Deposit Protection: Check your tenant in and out

13 Jul

This guest blog article was contributed by mydeposits Scotland, a Lettingweb corporate partner. 

Ian Langley - Director mydeposits Scotland

Ian Langley – Director mydeposits Scotland

Sometimes deposit disputes occur and it’s important to make sure that you have the right evidence ready to prove your case. The tenants’ deposit is the tenants’ money so, if you want to claim for cleaning costs, damages or unpaid rent, then you need to prove that the deduction is reasonable.

Evidence can be presented in the form of a number of different documents, photographs, receipts, etc. A thorough and robust check-in and check-out process can go a long way in ensuring you are prepared for a deposit dispute.

So, what are the stages of a check-in and check-out process?

 Check-in

Walking your tenant through the property at the start of the tenancy means that you can set the standard at which the property should be maintained during the tenancy and returned at the end. It also gives you the opportunity to make it clear when the rent should be paid, how appliances work and any other information which will make their stay enjoyable and offer you the peace of mind that they are aware of their obligations.

The inventory is an important part of the check-in process and is key document if there is a deposit dispute. Make sure that it is comprehensive, detailed, unbiased and of a professional standard which could mean that you use an independent inventory company to complete the process.

Want to know what makes a good inventory? Find out here.

Leave your contact details for your tenant so that they are able to contact should they have any initial problems or questions. Being easily contactable goes someway to building relationships with your tenant and could help if there are any deductions to the deposit at the end of the tenancy.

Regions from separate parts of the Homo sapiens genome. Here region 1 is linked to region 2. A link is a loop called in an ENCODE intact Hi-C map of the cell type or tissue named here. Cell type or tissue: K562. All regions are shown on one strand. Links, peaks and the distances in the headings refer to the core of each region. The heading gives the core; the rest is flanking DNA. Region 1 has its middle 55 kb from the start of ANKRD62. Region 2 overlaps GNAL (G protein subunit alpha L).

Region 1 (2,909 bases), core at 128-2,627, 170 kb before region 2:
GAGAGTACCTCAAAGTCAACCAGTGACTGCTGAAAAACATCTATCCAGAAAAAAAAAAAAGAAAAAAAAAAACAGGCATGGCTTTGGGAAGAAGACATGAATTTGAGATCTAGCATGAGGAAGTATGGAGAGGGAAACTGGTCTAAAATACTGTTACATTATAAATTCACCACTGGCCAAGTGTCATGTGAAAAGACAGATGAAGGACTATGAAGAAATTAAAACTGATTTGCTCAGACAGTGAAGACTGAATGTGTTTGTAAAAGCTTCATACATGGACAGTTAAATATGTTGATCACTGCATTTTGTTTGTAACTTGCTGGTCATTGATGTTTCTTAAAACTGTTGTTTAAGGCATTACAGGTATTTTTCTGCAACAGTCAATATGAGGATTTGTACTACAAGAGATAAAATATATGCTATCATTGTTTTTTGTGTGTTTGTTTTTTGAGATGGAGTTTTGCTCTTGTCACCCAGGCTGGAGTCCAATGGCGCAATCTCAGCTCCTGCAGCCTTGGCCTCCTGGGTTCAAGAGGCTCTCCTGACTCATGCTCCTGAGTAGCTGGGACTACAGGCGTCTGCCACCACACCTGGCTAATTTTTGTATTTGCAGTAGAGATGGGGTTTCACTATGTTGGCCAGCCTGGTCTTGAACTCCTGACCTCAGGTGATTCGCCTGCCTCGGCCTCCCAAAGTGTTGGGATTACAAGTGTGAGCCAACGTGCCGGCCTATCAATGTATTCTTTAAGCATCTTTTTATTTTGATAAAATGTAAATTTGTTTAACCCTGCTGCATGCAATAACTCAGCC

During the tenancy

Carry out regular inspections of your property so that you are able to pick up on any issues or problems before they become serious, but always remember to inform your tenant well in advance if you plan to visit your property.

Carrying out an inspection 1 month prior to the tenant vacating the property lets you identify any issues and will give the tenant adequate time to address them, again reducing the possibility of deposit deductions.

Check Out

Reminding your tenants of their responsibilities at least two weeks prior to check-out will give them adequate time to prepare what you need them to do. Once they have moved out or on the day that they vacate, the property should be assessed and compared to the inventory and check-in reports from the start of the tenancy to see if there is any damage. If there are any dilapidations, that aren’t due to fair wear and tear, then you should note these down and take photographs. This could be used as evidence should a dispute arise.

mydeposits-checkin-and-outDiscuss with you tenant if you are considering any deposit deductions which, if you reach an agreement, can avoid a dispute.

Read our latest guide on how to conduct a thorough check-in and check-out process

 

 

 


 

To find out more please visit www.mydepositsscotland.co.uk or email Ian directly on ian.langley@mydepositsscotland.co.uk

Ian Langley - Director mydeposits Scotland

Ian Langley – Director mydeposits Scotland